Plasma arginine-vasopressin following experimental stroke: Effect of osmotherapy

Yi Chang, Tsung Ying Chen, Chih Hung Chen, Barbara J. Crain, Thomas J.K. Toung, Anish Bhardwaj

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Abstract

Neurohumoral responses have been implicated in the pathogenesis of ischemia-evoked cerebral edema. In a well-characterized animal model of ischemic stroke, the present study was undertaken to 1) study the profile of plasma arginine-vasopressin (AVP), and 2) determine whether osmotherapy with mannitol and various concentrations of hypertonic saline (HS) solutions influence plasma AVP levels. Halothane-anesthetized adult male Wistar rats were subjected to 2 h of middle cerebral artery occlusion with the intraluminal filament technique. Plasma AVP levels (means ± SD) were significantly elevated at 24 h (42 ± 21 pg/ml), 48 h (50 ± 28 pg/ml), and 72 h (110 ± 47 pg/ml), and returned to baseline at 96 h (22 ± 15 pg/ml) following middle cerebral artery occlusion compared with sham-operated controls (14 ± 7 pg/ml). Plasma AVP levels at 72 h were significantly attenuated with 7.5% HS (37 ± 8 pg/ml; 360 ± 11 osmol/l) compared with 0.9% saline (73 ± 6; 292 ± 6 osmol/l), 3% HS (66 ± 8 pg/ml; 303 ± 12 osmol/l), or mannitol (74 ± 9 pg/ml; 313 ± 14 osmol/l) treatment. HS (7.5%) significantly attenuated water content in the ipsilateral and contralateral hemispheres compared with surgical shams, 0.9% saline, 3% HS, and mannitol treatments. Peak plasma AVP levels were not associated with direct histopathological injury to the anterior hypothalamus. Attenuation of brain water content with 7.5% HS treatment coincides with attenuated serum AVP levels, and we speculate that this may represent one additional mechanism by which osmotherapy attenuates edema associated with ischemic stroke.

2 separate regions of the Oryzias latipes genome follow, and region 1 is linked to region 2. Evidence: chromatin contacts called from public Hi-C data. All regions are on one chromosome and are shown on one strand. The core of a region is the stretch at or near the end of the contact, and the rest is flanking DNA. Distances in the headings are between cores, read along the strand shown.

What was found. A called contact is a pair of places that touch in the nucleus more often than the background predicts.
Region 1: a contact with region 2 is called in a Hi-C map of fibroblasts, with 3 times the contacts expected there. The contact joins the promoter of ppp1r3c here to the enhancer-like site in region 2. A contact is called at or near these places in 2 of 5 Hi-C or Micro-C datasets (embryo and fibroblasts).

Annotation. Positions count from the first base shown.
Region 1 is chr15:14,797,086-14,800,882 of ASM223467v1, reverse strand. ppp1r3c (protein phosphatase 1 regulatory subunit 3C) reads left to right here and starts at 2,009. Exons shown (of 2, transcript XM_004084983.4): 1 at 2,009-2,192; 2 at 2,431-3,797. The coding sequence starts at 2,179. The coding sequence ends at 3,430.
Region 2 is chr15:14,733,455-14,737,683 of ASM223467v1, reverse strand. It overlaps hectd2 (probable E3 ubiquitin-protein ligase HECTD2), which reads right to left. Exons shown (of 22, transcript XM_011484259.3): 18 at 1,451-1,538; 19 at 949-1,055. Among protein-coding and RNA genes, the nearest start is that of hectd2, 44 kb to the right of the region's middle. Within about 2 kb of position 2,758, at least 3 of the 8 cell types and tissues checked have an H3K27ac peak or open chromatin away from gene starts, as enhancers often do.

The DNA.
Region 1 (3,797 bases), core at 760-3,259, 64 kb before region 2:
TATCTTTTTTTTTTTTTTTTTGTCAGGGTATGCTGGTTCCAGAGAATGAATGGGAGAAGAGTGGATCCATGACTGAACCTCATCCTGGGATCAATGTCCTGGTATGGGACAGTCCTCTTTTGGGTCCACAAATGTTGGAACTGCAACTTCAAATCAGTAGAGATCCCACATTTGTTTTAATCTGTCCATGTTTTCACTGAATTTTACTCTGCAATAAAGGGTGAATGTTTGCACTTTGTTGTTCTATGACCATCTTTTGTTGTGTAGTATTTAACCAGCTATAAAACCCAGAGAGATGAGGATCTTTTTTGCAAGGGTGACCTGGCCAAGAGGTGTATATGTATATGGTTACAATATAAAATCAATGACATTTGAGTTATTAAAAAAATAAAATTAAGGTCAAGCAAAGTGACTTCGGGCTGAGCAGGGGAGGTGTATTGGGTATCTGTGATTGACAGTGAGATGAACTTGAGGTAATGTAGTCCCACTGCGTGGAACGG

Original languageEnglish
Pages (from-to)1445-1451
Number of pages7
JournalJournal of Applied Physiology
Volume100
Issue number5
DOIs
Publication statusPublished - 2006 May 1

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All Science Journal Classification (ASJC) codes

  • Physiology
  • Physiology (medical)

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